25 Oct 2021, 13:37
Edgar Meza

Mining union and coal state premier oppose plans for earlier coal exit

dpa / Stern

Germany's mining labour union and the premier of a lignite mining state have warned against speeding up the country's coal exit under a new government. In their current negotiations for a possible coalition government, the Social Democrats (SPD), Greens and pro-business Free Democrats (FDP) have discussed the idea of speeding up the coal exit from 2038 to 2030. Germany’s powerful mining, chemicals and energy trade union IG BCE has denounced the plan as “symbolic politics”. The exit date was not simply a random choice, but a deadline selected “because it is achievable under current conditions”, IG BCE chairman Michael Vassiliadis told news organization RND, according to a report by newswire dpa carried by Stern magazine. If the next government wants to bring the date forward, it will have to explain how that should work, he added. “As of today, 2030 is a symbol, nothing more."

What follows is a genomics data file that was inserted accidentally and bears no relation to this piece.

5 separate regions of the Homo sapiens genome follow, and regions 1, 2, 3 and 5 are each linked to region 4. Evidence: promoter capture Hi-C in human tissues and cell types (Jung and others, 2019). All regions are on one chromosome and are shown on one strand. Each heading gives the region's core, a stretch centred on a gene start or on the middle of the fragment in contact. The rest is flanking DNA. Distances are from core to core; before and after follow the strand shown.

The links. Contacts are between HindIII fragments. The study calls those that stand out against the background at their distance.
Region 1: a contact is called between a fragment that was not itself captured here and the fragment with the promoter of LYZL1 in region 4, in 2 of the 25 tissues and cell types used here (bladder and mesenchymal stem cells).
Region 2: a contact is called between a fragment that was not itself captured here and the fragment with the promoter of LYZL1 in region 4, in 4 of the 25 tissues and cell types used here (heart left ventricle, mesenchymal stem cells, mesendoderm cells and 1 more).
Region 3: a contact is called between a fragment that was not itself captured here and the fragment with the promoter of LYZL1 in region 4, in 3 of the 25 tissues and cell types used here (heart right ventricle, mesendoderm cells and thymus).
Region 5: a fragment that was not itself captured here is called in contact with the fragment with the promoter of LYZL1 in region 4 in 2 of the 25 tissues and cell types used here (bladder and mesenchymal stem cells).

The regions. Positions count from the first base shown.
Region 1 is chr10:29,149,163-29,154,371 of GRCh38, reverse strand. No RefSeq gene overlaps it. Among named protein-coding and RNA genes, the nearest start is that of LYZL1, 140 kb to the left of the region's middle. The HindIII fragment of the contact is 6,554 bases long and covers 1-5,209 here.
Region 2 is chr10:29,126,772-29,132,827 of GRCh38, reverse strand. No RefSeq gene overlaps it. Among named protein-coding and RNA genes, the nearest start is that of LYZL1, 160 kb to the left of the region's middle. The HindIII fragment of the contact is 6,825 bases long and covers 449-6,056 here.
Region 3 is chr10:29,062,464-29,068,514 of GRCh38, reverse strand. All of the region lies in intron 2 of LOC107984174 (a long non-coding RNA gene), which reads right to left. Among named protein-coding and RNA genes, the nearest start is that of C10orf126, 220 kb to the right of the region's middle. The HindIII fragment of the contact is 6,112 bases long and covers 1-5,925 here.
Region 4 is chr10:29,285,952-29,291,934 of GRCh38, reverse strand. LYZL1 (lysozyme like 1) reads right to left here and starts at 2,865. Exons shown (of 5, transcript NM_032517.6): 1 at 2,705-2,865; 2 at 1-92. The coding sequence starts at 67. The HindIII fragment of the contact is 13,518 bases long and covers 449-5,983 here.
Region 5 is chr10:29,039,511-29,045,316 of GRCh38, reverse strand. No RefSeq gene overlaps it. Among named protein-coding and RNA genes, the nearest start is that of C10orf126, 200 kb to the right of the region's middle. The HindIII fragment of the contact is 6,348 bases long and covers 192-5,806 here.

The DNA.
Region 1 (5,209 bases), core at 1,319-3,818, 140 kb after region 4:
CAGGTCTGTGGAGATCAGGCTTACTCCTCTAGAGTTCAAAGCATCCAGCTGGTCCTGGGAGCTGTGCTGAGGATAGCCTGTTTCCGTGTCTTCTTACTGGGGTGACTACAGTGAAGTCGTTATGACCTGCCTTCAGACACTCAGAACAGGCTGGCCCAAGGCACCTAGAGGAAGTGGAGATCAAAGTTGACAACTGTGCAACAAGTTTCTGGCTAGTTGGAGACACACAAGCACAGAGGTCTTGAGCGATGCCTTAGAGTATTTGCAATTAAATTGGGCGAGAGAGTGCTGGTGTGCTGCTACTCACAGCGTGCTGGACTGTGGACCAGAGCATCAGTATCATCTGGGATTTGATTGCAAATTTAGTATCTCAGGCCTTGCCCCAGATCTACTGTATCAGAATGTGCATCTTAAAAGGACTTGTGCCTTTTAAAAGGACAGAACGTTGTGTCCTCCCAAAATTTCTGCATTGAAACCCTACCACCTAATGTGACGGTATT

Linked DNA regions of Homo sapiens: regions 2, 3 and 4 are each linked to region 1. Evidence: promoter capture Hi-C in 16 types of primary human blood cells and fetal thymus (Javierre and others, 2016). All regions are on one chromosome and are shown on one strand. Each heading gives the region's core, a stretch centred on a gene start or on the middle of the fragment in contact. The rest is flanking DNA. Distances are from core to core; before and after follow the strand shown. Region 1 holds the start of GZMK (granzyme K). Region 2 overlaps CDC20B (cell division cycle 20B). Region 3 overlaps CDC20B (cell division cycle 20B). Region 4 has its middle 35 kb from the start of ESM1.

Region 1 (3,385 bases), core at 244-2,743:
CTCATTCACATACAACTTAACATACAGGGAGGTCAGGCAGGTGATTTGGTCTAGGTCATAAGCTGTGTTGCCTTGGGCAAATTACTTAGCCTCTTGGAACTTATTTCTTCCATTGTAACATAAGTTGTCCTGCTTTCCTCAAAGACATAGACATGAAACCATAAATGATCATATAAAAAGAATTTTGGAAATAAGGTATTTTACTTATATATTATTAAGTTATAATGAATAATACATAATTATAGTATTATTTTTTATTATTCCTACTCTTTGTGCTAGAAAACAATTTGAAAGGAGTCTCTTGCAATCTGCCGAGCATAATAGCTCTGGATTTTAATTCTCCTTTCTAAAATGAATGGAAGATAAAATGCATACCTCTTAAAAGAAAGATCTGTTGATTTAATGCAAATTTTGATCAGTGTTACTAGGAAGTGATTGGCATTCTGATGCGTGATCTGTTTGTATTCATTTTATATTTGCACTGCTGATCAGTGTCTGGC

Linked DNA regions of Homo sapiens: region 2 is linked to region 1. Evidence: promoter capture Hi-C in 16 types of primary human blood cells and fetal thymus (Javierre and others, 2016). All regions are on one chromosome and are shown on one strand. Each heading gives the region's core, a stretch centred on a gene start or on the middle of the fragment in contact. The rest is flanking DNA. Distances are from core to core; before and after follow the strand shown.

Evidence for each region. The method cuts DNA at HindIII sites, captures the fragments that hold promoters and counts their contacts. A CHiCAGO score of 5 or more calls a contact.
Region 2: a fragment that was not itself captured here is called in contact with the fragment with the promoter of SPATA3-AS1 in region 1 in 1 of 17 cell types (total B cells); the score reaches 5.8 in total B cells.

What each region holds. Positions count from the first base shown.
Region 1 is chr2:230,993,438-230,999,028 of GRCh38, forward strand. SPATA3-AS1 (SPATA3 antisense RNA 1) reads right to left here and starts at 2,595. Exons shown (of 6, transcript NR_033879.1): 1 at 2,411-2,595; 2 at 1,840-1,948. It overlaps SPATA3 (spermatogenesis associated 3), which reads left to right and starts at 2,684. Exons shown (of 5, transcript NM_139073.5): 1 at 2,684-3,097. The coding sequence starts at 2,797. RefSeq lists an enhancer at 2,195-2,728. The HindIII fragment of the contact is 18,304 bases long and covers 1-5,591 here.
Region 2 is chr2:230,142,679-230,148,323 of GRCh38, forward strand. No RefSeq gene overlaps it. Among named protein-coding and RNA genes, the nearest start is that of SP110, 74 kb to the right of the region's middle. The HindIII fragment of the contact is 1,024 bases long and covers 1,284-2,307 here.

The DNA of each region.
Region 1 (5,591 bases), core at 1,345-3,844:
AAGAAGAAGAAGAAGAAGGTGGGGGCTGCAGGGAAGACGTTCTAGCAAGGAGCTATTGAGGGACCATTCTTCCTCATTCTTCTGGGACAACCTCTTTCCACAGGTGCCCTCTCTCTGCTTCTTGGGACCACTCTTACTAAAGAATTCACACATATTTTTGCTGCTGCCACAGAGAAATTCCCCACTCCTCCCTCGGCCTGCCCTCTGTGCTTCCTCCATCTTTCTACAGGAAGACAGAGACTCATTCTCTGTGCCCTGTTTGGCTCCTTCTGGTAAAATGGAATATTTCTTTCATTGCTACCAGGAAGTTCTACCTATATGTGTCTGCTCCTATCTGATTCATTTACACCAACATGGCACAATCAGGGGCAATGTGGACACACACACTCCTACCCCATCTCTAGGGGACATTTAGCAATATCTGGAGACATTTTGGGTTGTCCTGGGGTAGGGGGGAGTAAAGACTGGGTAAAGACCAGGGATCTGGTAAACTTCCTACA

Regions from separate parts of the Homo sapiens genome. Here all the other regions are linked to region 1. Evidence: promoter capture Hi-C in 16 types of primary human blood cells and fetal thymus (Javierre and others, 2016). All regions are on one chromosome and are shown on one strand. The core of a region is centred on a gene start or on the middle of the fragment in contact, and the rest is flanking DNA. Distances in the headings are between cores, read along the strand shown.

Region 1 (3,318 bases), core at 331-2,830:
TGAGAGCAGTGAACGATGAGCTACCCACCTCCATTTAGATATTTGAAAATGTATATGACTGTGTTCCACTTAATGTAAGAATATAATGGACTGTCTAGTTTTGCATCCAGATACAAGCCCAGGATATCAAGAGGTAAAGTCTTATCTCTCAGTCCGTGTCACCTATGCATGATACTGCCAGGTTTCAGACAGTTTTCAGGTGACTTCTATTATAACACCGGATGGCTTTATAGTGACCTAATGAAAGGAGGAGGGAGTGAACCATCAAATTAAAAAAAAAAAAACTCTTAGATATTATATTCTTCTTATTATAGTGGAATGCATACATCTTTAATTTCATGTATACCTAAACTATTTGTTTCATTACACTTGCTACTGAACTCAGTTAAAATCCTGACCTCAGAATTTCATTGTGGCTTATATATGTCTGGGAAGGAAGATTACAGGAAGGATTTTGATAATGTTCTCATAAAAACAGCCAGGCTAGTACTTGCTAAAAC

Conservative Saxony premier Michael Kretschmer of the conservative CDU also said the new federal government had to abide by the exit agreement, the Stern magazine reported separately. "We have a special interest in Central Germany not to simply lose jobs and suffer a shock in the region," he told regional broadcaster MDR. Speaking to national broadcaster ARD, Kretschmer reiterated his demand, stressing that there were laws and agreements in place for the end of coal-fired power generation by 2038. “And they can't be cancelled so quickly now,” he added, warning that the new government could lose credibility among the public if it went back on the agreement. “How are citizens going to believe anything at all?” An earlier exit would be the death knell for the coal-mining region of Lusatia, he added, noting that the area desperately needs the time until 2038 to build up its infrastructure and attract new jobs in order to remain competitive.

Germany agreed on a phase-out schedule for coal and support payments for affected regions in 2020, but the agreement had been criticised ever since for falling short of delivering the emissions reduction required for meeting international climate targets in time. Almost all parties, including the CDU, have said a much earlier end to coal than 2038 would very well be possible due to market forces alone, as increasingly expensive greenhouse gas emissions allowances in the EU trading system ETS make a profitable operation of the plants unviable.

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